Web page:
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Friday, December 16, 2011

Change on the Fly by Stephani Hecht

Title: Change on the Fly (Blue Line Hockey #5)
Author: Stephani Hecht
Length: 104 pages
Publisher: eXtasy Books


From a very young age, Aldrich knew two things: he'd grow up to play professional hockey and he'd make his mentor fall in love with him. After years of hard work, both are within his grasp. Not only has a professional team called him up from his farm club, but the man he's dreamed of for years has finally noticed him.

Then everything is brutally torn from him when he suffers a career-ending injury and finds himself dumped before the relationship has even really started. Depressed, he retreats to his childhood home, where he runs into his former best friend and hockey buddy, Nobel. They rekindle their friendship and grow closer...in more ways than one. Aldrich is shocked to realize that, not only has he been overlooking what could be the best thing in his life, but love may always have been right in his own backyard.


I read this some time ago but it seems more relevant with all of the news lately about hockey injuries, the  young man who died and it seems his brain is so damaged (possibly from playing hockey) that he likely would have had dementia in middle age, Sidney Crosby who has not played in nearly a year due to a severe concussion and who is not playing yet again due to symptoms and other players who are starting to question if their health is due to injuries sustained "on the job". Not all have the tragic outcome that Aldrich had in this story, of severe medical problems following the injury, but it happens and likely if the player is not super-famous, they just disappear and no one thinks about them again, except their family and friends who put back he pieces.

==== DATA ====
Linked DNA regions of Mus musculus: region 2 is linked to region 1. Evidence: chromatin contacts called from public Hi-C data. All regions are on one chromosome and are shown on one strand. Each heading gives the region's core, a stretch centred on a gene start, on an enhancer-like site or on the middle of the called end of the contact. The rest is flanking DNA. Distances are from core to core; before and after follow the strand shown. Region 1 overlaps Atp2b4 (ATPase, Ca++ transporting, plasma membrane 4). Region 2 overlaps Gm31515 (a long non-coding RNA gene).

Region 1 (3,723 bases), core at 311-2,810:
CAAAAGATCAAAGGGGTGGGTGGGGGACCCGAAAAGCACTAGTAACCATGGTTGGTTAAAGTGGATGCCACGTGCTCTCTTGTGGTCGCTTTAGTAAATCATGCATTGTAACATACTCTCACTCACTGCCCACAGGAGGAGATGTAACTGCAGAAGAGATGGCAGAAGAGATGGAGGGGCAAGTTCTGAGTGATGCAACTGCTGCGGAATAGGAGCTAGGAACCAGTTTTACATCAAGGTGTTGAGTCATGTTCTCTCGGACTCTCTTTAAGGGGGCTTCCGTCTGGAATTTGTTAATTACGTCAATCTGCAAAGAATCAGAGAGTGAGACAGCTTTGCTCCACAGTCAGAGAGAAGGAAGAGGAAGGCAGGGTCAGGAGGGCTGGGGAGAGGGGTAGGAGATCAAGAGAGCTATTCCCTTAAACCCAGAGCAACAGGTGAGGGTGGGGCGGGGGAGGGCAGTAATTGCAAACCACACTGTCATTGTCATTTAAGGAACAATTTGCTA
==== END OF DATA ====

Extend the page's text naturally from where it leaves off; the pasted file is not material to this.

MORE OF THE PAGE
In this case I really liked that Aldrich did not have any miracle cure. Nobel did not possess the magical healing cock of some romance novels. He would always have impediments as a result of his injury, he'd never be normal, he'd certainly never play hockey again. I also loved that Nobel didn't care. He liked Aldrich, he wasn't ashamed to be out and about with him in public or to acknowledge them as a couple which I think Aldrich needed to see that his life was not over, just very different.

Aldrich's sister was quite the girl with her pink house, and Nobel's flamboyant younger brother was a character who I hope we'll see again. But for those who want a romantic story that includes a darker side of hockey, of those who've had their dreams completely ripped away forever after spending their entire lives, literally fighting for it, it broke my heart a bit, but Nobel was there to help him adapt to his new life. So I think a very timely story these days, with a lovely happy ending as all this author's stories do.


Chris said...

I enjoyed this one, too, but I didn't realize how relevant it was until I read your post! :(

Tam said...

It's really been in the news a lot more up here anyway. I think it's good to draw attention to the problem. I hate thinking there is price these kids pay for living their dreams, that by age 50 they'll be senile or something awful because of the brain damage.

Jenre said...

Ice hockey isn't a big sport in the UK at all and so I was pretty ignorant about the risks involved. I don't often like sports books but this looks to be a decent read.

Tam said...

You don't need to be familiar with hockey to enjoy this, as the book takes place after his injury. Of course being a Canadian national obessession there is a lot of talk about it here, more about the brain injuries in recent years. Because it's not obvious like a broken bone, many went untreated or unacknowledged.